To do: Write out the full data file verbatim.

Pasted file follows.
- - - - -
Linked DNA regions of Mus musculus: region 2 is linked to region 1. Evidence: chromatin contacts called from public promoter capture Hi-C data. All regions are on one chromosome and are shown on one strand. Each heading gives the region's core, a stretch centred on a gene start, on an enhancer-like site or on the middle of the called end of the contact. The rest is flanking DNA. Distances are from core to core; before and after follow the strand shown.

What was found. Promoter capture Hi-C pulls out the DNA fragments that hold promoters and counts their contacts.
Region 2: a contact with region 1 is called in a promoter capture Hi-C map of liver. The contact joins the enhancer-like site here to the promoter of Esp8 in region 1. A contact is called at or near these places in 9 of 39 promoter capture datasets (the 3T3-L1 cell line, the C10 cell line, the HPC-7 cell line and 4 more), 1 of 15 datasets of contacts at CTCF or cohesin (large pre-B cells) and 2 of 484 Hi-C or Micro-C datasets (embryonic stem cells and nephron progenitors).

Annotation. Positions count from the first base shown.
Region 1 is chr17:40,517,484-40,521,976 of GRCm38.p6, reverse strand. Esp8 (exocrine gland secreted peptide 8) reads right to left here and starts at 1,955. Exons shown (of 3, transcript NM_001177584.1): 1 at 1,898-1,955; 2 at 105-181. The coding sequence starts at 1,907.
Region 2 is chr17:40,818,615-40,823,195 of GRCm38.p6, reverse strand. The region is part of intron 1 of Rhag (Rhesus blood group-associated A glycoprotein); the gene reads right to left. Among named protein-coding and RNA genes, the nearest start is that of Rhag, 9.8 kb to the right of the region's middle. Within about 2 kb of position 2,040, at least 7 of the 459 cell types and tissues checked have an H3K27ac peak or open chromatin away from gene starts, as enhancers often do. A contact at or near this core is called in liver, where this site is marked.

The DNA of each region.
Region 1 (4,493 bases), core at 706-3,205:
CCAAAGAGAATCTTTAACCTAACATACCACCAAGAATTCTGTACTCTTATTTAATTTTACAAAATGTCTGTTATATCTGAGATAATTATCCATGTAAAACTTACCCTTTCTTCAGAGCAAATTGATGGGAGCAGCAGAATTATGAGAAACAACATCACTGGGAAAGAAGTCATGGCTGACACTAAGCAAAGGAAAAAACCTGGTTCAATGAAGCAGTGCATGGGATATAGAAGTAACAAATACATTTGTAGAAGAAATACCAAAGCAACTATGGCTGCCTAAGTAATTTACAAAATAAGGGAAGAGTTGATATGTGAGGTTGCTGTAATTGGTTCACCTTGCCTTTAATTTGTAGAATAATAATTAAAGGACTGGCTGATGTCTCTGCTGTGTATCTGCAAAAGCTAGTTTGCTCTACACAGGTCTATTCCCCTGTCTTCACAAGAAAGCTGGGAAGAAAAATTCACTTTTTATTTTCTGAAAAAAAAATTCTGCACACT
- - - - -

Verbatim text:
Linked DNA regions of Mus musculus: region 2 is linked to region 1. Evidence: chromatin contacts called from public promoter capture Hi-C data. All regions are on one chromosome and are shown on one strand. Each heading gives the region's core, a stretch centred on a gene start, on an enhancer-like site or on the middle of the called end of the contact. The rest is flanking DNA. Distances are from core to core; before and after follow the strand shown.

What was found. Promoter capture Hi-C pulls out the DNA fragments that hold promoters and counts their contacts.
Region 2: a contact with region 1 is called in a promoter capture Hi-C map of liver. The contact joins the enhancer-like site here to the promoter of Esp8 in region 1. A contact is called at or near these places in 9 of 39 promoter capture datasets (the 3T3-L1 cell line, the C10 cell line, the HPC-7 cell line and 4 more), 1 of 15 datasets of contacts at CTCF or cohesin (large pre-B cells) and 2 of 484 Hi-C or Micro-C datasets (embryonic stem cells and nephron progenitors).

Annotation. Positions count from the first base shown.
Region 1 is chr17:40,517,484-40,521,976 of GRCm38.p6, reverse strand. Esp8 (exocrine gland secreted peptide 8) reads right to left here and starts at 1,955. Exons shown (of 3, transcript NM_001177584.1): 1 at 1,898-1,955; 2 at 105-181. The coding sequence starts at 1,907.
Region 2 is chr17:40,818,615-40,823,195 of GRCm38.p6, reverse strand. The region is part of intron 1 of Rhag (Rhesus blood group-associated A glycoprotein); the gene reads right to left. Among named protein-coding and RNA genes, the nearest start is that of Rhag, 9.8 kb to the right of the region's middle. Within about 2 kb of position 2,040, at least 7 of the 459 cell types and tissues checked have an H3K27ac peak or open chromatin away from gene starts, as enhancers often do. A contact at or near this core is called in liver, where this site is marked.

The DNA of each region.
Region 1 (4,493 bases), core at 706-3,205:
CCAAAGAGAATCTTTAACCTAACATACCACCAAGAATTCTGTACTCTTATTTAATTTTACAAAATGTCTGTTATATCTGAGATAATTATCCATGTAAAACTTACCCTTTCTTCAGAGCAAATTGATGGGAGCAGCAGAATTATGAGAAACAACATCACTGGGAAAGAAGTCATGGCTGACACTAAGCAAAGGAAAAAACCTGGTTCAATGAAGCAGTGCATGGGATATAGAAGTAACAAATACATTTGTAGAAGAAATACCAAAGCAACTATGGCTGCCTAAGTAATTTACAAAATAAGGGAAGAGTTGATATGTGAGGTTGCTGTAATTGGTTCACCTTGCCTTTAATTTGTAGAATAATAATTAAAGGACTGGCTGATGTCTCTGCTGTGTATCTGCAAAAGCTAGTTTGCTCTACACAGGTCTATTCCCCTGTCTTCACAAGAAAGCTGGGAAGAAAAATTCACTTTTTATTTTCTGAAAAAAAAATTCTGCACACT